Archive for the ‘ Wine Tastings ’ Category

Wilshire Grand Events in New Jersey- Palmaz Vineyard Tasting

I am often invited to wine tastings or am even hunting down a good bottle for my own self indulgence, and then of course to pass on the education, and this time a local media friend, Hillary Morris did not fail us when she sent out an invitation to PIWC for a tasting and tour event- Palmaz Vineyards and The Wilshire Grand Hotel at New Jersey.

The hotel is located in West Orange (north) New Jersey, and I do not get up to those areas as often as I might like. There are still so many parts of New Jersey for me to explore as a transplant from Texas. Great restaurants to taste as well. Why not make it a wine and food experience I say!

My partner and I found the hotel nestled right off of the Garden State Turnpike, so points for not getting lost and easy access. After parking you see the hotel is on the right, so we headed left for the catering hall aka entertaining banquet section of the building. Upon entrance you have gorgeous visuals for any event need. I am wondering if it is not too late to repeat my own vows just to have a party here. The in-laws in New York would like the access.

As a caterer myself, I felt this was definitely a grand and beautiful place to hold an event- I could linger in the main foyer in my best rags with a dirty martini extra blue cheese stuffed olives, and only hope someone with Baby Grand Piano skills will show before I start banging out a Frank Sinatra song and drive everyone away…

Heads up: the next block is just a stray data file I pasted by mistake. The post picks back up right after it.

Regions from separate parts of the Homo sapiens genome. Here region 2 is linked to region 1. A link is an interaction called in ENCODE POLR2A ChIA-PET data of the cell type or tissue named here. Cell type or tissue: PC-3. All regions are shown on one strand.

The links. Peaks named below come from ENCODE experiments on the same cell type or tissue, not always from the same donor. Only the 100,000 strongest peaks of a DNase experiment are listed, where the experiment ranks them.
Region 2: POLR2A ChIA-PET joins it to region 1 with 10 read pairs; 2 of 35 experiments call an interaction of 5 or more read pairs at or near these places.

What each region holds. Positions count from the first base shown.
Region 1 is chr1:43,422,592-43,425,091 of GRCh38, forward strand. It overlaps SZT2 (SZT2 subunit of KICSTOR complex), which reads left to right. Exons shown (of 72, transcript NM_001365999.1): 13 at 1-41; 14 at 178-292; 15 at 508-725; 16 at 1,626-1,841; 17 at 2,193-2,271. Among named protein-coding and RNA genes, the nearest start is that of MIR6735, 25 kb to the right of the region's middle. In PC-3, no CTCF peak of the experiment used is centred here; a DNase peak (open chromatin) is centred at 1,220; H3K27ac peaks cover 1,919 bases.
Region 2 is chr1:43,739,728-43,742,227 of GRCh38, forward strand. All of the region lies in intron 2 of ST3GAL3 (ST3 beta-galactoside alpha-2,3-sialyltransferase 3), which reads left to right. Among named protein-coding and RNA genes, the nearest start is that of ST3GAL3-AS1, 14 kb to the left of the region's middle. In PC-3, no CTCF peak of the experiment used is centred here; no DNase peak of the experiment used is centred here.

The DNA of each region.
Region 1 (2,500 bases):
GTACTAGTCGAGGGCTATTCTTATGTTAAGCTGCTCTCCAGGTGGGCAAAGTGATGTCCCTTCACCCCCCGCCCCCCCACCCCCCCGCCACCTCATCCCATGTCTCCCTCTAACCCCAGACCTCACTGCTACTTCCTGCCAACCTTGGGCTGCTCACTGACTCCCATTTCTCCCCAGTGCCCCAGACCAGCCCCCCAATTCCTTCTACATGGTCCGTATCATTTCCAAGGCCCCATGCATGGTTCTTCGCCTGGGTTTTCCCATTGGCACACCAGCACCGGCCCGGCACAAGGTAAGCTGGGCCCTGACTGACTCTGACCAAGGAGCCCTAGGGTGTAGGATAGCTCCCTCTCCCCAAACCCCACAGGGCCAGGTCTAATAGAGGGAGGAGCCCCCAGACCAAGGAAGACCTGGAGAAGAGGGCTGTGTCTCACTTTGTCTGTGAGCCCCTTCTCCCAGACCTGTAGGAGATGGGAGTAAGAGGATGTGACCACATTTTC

We were directed to one of the banquet rooms in which Palmaz Vineyard and Hillary Morris was about to begin the ‘sip and twit’ style education. We were all being treated to a grand luncheon put on by the hotel ,  and I was ready, well hungry! The vintner’s family- mom, son, and daughter, along with Alan Greenberg their eastern regional manager (at our table) were on hand to explain when, why, and how the vineyard began its journey into wine making.

It was fascinating to learn from the son, Christian the wine makers took a former vineyard and converted it into an underground natural filtering (220 feet/3 sub-levels), or gravity flow system winery. Fifteen hours of hand separating the grapes from stems and wood, and much more labor intensive work was going on, and so much more care taken to ensure this once ‘darling of Napa’ vineyard produced a good product. I would have to make sure we had a tour when we returned to California! The visuals on the screen did have me fascinated, but what about the taste? Proof in the pudding, as I will borrow a cliche.

~ MENU ~

Appetizer

Baby Field Green Salad paired with Palmaz Vineyard Chardonnay 08
My first taste of the wine was not a good impression. The salad was gorgeous, flavors of all the toppings were great, but I prefer more oak in my Chardonnay, and less fruit, but I felt the stem ware did not do the wine justice. No room to open it up with air, but after a few more taste it grew on me. The wine is cold fermented in French oak for seven months, so it is a subtle flavor on the palate. I would serve it up against some other similar Chardonnay’s with a similar dish.

Entree
Hoisan Glazed French Cut Chicken Breast
Cedar Knoll Cabernet 06
Palmaz Vineyards Cabernet 06

Some complained the Hoisan was not a good pairing with the weight of the Cabernet, but I felt it did not overwhelm the dish and was well balanced- the key is too not have one out do the other, and in the case the Hoisan was thick and as the chicken was dipped and tasted with the wine, well it worked!

My favorite- The decanted Palmaz Vineyard Cabernet 06, was outstanding!

Dessert
Goblet with Duet of Sorbet and Assorted Berries